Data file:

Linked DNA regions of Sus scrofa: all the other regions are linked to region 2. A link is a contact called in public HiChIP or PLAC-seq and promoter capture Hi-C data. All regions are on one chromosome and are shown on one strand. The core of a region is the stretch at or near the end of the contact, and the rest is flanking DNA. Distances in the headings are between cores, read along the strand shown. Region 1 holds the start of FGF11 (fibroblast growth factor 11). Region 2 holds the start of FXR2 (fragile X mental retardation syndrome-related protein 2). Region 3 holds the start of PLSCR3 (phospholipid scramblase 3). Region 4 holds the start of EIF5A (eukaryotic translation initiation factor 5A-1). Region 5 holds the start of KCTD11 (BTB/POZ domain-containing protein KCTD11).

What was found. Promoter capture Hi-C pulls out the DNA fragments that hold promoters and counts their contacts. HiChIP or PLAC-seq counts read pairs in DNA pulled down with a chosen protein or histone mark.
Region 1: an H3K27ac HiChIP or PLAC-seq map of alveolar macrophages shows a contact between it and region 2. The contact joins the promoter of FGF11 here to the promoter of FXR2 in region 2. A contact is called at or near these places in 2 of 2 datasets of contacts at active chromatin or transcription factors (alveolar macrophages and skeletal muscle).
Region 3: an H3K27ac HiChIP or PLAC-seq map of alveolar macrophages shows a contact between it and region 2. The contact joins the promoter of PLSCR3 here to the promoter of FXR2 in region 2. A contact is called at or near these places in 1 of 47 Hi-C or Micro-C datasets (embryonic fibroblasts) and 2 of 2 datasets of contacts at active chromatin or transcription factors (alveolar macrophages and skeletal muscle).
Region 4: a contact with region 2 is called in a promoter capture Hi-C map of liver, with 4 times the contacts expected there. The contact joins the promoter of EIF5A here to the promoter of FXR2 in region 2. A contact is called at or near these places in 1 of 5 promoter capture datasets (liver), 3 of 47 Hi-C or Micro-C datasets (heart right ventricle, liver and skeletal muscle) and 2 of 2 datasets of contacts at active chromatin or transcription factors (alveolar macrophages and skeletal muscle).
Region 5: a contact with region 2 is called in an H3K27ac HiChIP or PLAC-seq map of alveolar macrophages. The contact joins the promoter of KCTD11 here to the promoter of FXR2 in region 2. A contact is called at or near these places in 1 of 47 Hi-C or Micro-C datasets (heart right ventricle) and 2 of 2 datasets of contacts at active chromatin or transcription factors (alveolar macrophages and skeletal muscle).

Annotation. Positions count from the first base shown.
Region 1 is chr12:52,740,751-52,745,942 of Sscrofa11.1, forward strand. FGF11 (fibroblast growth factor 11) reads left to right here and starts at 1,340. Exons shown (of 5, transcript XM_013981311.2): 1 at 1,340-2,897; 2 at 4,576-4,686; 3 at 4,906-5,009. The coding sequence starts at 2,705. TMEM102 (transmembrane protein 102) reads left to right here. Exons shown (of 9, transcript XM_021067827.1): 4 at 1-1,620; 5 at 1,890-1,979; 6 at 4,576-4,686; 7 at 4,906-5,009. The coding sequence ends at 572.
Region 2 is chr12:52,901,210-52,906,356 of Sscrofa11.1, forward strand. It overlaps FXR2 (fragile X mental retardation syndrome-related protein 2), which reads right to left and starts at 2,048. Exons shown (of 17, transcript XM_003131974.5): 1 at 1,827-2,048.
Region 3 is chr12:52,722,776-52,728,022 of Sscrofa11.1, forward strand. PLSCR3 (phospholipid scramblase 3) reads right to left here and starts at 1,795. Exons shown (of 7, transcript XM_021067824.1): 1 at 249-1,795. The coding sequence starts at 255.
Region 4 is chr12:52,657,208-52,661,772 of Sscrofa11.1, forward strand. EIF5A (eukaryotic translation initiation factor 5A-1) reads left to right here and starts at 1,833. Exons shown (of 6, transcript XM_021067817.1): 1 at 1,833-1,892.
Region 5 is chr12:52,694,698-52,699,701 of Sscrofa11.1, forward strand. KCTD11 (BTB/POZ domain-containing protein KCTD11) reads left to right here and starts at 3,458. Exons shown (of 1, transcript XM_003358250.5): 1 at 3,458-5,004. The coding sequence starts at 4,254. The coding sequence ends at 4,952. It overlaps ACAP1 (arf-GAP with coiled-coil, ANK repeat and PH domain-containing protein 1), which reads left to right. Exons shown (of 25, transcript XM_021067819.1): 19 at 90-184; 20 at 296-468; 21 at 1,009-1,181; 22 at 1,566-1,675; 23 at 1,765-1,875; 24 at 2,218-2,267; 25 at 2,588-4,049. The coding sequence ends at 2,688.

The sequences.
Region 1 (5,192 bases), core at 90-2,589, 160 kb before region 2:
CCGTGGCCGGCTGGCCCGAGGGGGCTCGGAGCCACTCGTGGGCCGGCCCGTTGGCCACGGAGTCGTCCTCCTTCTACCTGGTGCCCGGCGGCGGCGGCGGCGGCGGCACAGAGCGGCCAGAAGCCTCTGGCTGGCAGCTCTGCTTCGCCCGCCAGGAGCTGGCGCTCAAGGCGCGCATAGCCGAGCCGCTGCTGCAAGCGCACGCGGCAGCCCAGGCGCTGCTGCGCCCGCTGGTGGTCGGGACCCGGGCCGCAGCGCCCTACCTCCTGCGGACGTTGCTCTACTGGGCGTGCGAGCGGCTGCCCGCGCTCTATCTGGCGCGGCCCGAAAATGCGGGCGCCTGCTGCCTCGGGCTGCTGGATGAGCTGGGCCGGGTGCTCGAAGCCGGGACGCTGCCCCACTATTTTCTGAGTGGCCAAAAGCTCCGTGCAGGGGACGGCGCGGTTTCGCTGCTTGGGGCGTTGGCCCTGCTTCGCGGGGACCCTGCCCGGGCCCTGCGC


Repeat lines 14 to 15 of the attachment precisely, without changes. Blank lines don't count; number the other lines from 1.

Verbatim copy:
Region 1 (5,192 bases), core at 90-2,589, 160 kb before region 2:
CCGTGGCCGGCTGGCCCGAGGGGGCTCGGAGCCACTCGTGGGCCGGCCCGTTGGCCACGGAGTCGTCCTCCTTCTACCTGGTGCCCGGCGGCGGCGGCGGCGGCGGCACAGAGCGGCCAGAAGCCTCTGGCTGGCAGCTCTGCTTCGCCCGCCAGGAGCTGGCGCTCAAGGCGCGCATAGCCGAGCCGCTGCTGCAAGCGCACGCGGCAGCCCAGGCGCTGCTGCGCCCGCTGGTGGTCGGGACCCGGGCCGCAGCGCCCTACCTCCTGCGGACGTTGCTCTACTGGGCGTGCGAGCGGCTGCCCGCGCTCTATCTGGCGCGGCCCGAAAATGCGGGCGCCTGCTGCCTCGGGCTGCTGGATGAGCTGGGCCGGGTGCTCGAAGCCGGGACGCTGCCCCACTATTTTCTGAGTGGCCAAAAGCTCCGTGCAGGGGACGGCGCGGTTTCGCTGCTTGGGGCGTTGGCCCTGCTTCGCGGGGACCCTGCCCGGGCCCTGCGC